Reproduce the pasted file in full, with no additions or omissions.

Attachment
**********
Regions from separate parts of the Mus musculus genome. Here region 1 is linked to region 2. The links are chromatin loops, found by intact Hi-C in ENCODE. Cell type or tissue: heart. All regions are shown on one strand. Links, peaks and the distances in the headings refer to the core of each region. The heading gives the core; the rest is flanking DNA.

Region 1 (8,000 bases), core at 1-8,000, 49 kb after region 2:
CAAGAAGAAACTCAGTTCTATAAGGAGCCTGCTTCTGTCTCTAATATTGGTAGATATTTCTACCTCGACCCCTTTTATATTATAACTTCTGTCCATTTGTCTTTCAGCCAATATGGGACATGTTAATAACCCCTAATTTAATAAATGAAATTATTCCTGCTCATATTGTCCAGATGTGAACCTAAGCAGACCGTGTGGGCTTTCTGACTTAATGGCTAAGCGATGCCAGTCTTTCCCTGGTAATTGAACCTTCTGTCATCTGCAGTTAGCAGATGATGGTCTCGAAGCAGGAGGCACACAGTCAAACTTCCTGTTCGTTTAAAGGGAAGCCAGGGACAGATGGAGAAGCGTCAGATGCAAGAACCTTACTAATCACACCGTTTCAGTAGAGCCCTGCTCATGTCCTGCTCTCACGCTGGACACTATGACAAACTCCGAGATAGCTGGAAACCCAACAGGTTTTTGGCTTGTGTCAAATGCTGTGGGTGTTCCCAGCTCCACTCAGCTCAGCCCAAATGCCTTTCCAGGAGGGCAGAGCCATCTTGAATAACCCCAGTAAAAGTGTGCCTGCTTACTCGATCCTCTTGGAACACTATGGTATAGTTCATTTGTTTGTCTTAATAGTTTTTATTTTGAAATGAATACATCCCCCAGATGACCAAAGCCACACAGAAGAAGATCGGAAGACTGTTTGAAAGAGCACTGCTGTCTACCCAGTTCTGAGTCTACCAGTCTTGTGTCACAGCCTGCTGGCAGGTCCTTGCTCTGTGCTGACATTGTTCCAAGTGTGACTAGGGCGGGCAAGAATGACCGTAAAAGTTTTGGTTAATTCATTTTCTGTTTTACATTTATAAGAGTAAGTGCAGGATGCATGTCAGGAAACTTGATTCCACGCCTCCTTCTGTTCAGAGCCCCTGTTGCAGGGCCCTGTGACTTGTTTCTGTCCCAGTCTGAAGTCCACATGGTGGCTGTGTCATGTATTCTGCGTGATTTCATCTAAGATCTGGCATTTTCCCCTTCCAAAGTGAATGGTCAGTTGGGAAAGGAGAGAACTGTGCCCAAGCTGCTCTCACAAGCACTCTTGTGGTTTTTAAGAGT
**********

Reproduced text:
Regions from separate parts of the Mus musculus genome. Here region 1 is linked to region 2. The links are chromatin loops, found by intact Hi-C in ENCODE. Cell type or tissue: heart. All regions are shown on one strand. Links, peaks and the distances in the headings refer to the core of each region. The heading gives the core; the rest is flanking DNA.

Region 1 (8,000 bases), core at 1-8,000, 49 kb after region 2:
CAAGAAGAAACTCAGTTCTATAAGGAGCCTGCTTCTGTCTCTAATATTGGTAGATATTTCTACCTCGACCCCTTTTATATTATAACTTCTGTCCATTTGTCTTTCAGCCAATATGGGACATGTTAATAACCCCTAATTTAATAAATGAAATTATTCCTGCTCATATTGTCCAGATGTGAACCTAAGCAGACCGTGTGGGCTTTCTGACTTAATGGCTAAGCGATGCCAGTCTTTCCCTGGTAATTGAACCTTCTGTCATCTGCAGTTAGCAGATGATGGTCTCGAAGCAGGAGGCACACAGTCAAACTTCCTGTTCGTTTAAAGGGAAGCCAGGGACAGATGGAGAAGCGTCAGATGCAAGAACCTTACTAATCACACCGTTTCAGTAGAGCCCTGCTCATGTCCTGCTCTCACGCTGGACACTATGACAAACTCCGAGATAGCTGGAAACCCAACAGGTTTTTGGCTTGTGTCAAATGCTGTGGGTGTTCCCAGCTCCACTCAGCTCAGCCCAAATGCCTTTCCAGGAGGGCAGAGCCATCTTGAATAACCCCAGTAAAAGTGTGCCTGCTTACTCGATCCTCTTGGAACACTATGGTATAGTTCATTTGTTTGTCTTAATAGTTTTTATTTTGAAATGAATACATCCCCCAGATGACCAAAGCCACACAGAAGAAGATCGGAAGACTGTTTGAAAGAGCACTGCTGTCTACCCAGTTCTGAGTCTACCAGTCTTGTGTCACAGCCTGCTGGCAGGTCCTTGCTCTGTGCTGACATTGTTCCAAGTGTGACTAGGGCGGGCAAGAATGACCGTAAAAGTTTTGGTTAATTCATTTTCTGTTTTACATTTATAAGAGTAAGTGCAGGATGCATGTCAGGAAACTTGATTCCACGCCTCCTTCTGTTCAGAGCCCCTGTTGCAGGGCCCTGTGACTTGTTTCTGTCCCAGTCTGAAGTCCACATGGTGGCTGTGTCATGTATTCTGCGTGATTTCATCTAAGATCTGGCATTTTCCCCTTCCAAAGTGAATGGTCAGTTGGGAAAGGAGAGAACTGTGCCCAAGCTGCTCTCACAAGCACTCTTGTGGTTTTTAAGAGT